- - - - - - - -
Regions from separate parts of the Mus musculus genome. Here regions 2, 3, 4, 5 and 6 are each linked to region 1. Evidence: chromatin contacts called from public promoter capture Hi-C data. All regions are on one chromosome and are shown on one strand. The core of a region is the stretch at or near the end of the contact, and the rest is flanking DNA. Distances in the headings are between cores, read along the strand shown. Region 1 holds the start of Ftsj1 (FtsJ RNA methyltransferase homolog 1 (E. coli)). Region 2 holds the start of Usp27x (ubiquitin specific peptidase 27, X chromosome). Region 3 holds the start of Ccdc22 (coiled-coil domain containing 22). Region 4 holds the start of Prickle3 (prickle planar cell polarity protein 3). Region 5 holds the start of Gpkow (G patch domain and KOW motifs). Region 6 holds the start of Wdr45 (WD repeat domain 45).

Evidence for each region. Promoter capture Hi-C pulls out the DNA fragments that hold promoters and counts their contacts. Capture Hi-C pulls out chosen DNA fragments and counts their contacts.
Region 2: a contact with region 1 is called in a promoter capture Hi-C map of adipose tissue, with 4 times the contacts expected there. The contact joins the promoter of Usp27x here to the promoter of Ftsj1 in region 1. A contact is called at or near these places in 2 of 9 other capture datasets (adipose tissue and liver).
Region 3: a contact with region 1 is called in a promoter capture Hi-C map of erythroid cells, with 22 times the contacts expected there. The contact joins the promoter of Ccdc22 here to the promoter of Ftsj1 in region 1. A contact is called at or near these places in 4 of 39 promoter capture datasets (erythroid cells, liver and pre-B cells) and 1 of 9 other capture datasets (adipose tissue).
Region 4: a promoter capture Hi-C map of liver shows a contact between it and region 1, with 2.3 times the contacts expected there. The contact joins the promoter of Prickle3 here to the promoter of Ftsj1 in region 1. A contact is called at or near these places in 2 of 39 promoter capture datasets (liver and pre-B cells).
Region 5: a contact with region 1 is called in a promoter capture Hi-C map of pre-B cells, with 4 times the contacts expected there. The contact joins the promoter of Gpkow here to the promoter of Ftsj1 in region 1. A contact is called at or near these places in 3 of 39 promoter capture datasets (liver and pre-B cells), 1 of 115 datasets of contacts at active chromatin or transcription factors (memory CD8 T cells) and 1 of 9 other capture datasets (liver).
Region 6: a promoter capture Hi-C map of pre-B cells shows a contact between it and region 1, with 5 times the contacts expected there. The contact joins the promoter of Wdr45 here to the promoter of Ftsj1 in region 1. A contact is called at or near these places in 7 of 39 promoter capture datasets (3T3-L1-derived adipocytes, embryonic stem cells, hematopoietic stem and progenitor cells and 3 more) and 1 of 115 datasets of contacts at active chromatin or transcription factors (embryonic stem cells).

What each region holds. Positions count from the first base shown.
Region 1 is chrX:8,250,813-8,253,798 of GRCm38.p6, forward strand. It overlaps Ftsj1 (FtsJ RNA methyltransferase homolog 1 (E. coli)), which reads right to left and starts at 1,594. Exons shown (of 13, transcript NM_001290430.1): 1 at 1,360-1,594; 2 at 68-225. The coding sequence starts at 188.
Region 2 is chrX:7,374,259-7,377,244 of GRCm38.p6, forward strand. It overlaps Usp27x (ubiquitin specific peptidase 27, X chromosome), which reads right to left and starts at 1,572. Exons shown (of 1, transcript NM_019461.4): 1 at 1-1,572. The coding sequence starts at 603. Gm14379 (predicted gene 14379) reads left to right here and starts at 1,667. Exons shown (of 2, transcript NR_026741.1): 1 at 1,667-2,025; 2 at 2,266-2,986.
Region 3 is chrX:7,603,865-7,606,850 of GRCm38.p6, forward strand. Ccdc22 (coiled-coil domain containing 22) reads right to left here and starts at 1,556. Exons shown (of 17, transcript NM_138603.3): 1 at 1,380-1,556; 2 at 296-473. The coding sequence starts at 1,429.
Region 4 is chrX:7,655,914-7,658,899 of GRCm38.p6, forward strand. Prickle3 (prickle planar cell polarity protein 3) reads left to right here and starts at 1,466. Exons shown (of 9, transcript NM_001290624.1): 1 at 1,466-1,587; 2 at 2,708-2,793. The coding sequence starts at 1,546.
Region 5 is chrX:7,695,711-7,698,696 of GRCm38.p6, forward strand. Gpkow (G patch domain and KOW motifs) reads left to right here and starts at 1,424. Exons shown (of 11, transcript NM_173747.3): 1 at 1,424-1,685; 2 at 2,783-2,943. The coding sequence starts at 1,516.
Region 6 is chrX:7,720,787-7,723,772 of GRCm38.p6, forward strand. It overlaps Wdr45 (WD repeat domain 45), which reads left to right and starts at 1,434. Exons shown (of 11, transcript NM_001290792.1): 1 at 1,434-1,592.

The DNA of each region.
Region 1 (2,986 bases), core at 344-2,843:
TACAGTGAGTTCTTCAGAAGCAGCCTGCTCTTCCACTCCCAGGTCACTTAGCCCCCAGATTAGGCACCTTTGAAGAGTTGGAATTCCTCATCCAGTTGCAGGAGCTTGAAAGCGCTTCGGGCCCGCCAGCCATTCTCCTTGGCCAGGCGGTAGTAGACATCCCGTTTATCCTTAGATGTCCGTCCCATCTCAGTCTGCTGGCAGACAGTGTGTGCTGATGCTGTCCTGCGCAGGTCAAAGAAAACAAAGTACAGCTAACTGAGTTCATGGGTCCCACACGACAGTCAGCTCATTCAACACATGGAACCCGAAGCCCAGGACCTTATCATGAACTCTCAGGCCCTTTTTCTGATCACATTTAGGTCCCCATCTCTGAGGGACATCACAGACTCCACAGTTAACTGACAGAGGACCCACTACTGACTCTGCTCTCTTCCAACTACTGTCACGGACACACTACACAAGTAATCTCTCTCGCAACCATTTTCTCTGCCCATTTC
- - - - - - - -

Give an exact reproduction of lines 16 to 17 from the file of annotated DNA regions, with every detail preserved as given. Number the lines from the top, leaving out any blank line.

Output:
Region 1 (2,986 bases), core at 344-2,843:
TACAGTGAGTTCTTCAGAAGCAGCCTGCTCTTCCACTCCCAGGTCACTTAGCCCCCAGATTAGGCACCTTTGAAGAGTTGGAATTCCTCATCCAGTTGCAGGAGCTTGAAAGCGCTTCGGGCCCGCCAGCCATTCTCCTTGGCCAGGCGGTAGTAGACATCCCGTTTATCCTTAGATGTCCGTCCCATCTCAGTCTGCTGGCAGACAGTGTGTGCTGATGCTGTCCTGCGCAGGTCAAAGAAAACAAAGTACAGCTAACTGAGTTCATGGGTCCCACACGACAGTCAGCTCATTCAACACATGGAACCCGAAGCCCAGGACCTTATCATGAACTCTCAGGCCCTTTTTCTGATCACATTTAGGTCCCCATCTCTGAGGGACATCACAGACTCCACAGTTAACTGACAGAGGACCCACTACTGACTCTGCTCTCTTCCAACTACTGTCACGGACACACTACACAAGTAATCTCTCTCGCAACCATTTTCTCTGCCCATTTC